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Monkey Man review: "Dev Patel's directorial debut is a savage triumph"

 Dev Patel in Monkey Man.
Dev Patel in Monkey Man.

Hats off to Dev Patel. That the adorkable kid from Slumdog Millionaire has grown into the commanding leading man he is today is the cinematic equivalent of the kid who has sand kicked in his face hitting the gym to sculpt himself into a powerhouse.

Or, if we work Monkey Man into the metaphor – and we must, given his new film sees him not only star but also direct, produce, and co-write –  it’s like that sand-spluttering kid hitting the gym, training in martial arts, and becoming a weapons expert in order to morph into a one-man army.

When we meet Patel’s Kid in the fictional Indian city of Yatana, he’s in a monkey mask being battered senseless in an underground fight ring compered by Tiger (Sharlto Copley in typically sleazy form). He’s also reeling from the childhood memories of his mother’s death at the brutal hands of Rana (Sikander Kher), a police chief who’s controlled by corrupt politicians in league with religious guru Baba Shakti (Makarand Deshpande).

Kid is at the bottom of the caste system, the weight of the self-serving elite having pressed down on him for his entire life, compacting his rage. And now all of that torment and trauma is about to erupt as he embarks on a roaring rampage of revenge.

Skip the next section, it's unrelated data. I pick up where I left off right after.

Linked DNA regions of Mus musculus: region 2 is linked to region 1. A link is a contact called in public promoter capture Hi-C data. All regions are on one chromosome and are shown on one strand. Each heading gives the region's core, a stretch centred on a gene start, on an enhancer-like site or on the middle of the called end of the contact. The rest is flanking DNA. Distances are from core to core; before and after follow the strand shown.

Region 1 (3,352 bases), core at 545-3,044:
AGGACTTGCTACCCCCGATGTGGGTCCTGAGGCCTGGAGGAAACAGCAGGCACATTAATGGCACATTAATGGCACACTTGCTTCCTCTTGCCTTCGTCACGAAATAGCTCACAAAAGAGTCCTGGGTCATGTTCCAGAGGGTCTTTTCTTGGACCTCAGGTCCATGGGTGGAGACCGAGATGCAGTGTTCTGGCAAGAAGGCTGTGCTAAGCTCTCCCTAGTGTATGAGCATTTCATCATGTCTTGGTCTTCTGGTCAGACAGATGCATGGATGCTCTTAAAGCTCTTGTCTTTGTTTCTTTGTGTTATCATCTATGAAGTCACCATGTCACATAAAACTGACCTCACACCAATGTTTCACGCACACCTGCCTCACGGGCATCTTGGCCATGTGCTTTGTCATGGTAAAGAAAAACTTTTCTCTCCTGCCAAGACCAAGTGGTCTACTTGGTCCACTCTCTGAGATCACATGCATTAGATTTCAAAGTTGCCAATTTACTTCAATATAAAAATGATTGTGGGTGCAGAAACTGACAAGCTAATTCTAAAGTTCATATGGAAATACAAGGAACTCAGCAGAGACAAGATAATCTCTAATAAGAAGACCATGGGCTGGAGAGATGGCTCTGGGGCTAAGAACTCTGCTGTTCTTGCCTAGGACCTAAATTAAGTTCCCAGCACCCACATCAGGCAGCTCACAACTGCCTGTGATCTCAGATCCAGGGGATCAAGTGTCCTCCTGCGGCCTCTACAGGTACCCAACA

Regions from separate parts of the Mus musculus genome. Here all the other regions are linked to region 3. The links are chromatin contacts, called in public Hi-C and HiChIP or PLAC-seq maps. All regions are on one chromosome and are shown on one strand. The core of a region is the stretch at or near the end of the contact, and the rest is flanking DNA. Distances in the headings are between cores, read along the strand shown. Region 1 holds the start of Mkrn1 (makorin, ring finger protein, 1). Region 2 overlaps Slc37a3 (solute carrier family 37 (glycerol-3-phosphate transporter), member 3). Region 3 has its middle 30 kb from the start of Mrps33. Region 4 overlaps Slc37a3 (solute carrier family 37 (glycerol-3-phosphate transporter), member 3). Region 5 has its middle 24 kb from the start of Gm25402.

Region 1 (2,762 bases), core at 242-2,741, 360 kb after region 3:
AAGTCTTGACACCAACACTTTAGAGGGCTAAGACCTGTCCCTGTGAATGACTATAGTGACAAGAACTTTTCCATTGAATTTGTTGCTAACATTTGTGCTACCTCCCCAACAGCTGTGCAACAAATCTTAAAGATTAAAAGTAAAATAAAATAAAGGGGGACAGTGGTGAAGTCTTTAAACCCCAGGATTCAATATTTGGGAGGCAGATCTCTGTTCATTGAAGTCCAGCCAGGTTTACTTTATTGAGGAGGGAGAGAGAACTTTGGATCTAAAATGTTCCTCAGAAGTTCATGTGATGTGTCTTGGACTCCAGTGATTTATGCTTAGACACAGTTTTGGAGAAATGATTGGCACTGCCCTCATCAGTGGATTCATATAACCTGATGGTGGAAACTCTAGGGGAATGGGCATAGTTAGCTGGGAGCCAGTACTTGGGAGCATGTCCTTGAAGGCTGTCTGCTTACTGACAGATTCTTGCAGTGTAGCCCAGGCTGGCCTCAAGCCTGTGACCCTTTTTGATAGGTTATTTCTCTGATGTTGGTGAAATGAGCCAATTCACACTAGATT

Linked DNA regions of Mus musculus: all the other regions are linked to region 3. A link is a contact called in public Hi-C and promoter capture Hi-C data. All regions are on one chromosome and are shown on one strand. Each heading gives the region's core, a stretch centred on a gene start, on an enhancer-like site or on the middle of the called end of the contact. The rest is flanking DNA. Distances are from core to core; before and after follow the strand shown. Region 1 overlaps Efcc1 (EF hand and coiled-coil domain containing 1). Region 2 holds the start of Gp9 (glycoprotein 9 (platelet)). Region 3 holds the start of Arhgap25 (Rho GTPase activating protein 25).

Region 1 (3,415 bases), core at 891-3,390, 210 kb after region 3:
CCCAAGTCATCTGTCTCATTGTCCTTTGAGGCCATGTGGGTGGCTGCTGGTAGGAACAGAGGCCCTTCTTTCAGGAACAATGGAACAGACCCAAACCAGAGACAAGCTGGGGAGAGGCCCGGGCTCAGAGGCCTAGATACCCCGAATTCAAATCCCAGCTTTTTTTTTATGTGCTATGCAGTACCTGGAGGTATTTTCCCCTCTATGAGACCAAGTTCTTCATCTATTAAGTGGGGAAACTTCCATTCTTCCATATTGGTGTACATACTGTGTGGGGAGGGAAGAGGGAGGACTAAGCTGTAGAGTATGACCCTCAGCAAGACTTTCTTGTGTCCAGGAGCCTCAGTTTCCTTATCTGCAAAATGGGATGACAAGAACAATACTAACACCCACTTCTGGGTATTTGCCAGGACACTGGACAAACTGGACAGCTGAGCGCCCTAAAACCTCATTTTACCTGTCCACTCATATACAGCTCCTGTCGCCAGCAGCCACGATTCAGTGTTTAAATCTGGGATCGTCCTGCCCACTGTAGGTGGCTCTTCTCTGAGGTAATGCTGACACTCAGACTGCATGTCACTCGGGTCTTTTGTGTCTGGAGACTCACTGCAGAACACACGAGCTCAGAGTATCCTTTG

Monkey Man is intense. Maybe too intense, its two-hour run time pummelling viewers with deafening sound design, fast, jagged cuts, and shallow-focus close-ups lensed in murky browns and soiled yellows. The effect is disorientating and nauseating.

And that’s not even the fights. When they arrive, which they do for large chunks of the movie, they’re up close and personal, almost seeming to shove viewers between the fighters as they go at each other with fists, feet, elbows, knees, and teeth – there’s more biting than you’d expect in a Mike Tyson vs. Luis Suárez alley scrap.

Can you have too much of a good thing? Perhaps, but it certainly knocks you out. And though Patel borrows heavily from Commando, Rambo, Bruce Lee movies, The Raid, and John Wick, he gives things enough of a cultural twist (the obligatory training montage is cleverly adapted) to make it fresh, throwing social realism, Indian mythologies, and pointed messaging regarding weaponised, monetised faith into the mix. A savage triumph.


Monkey Man is in US theaters and UK cinemas on April 5.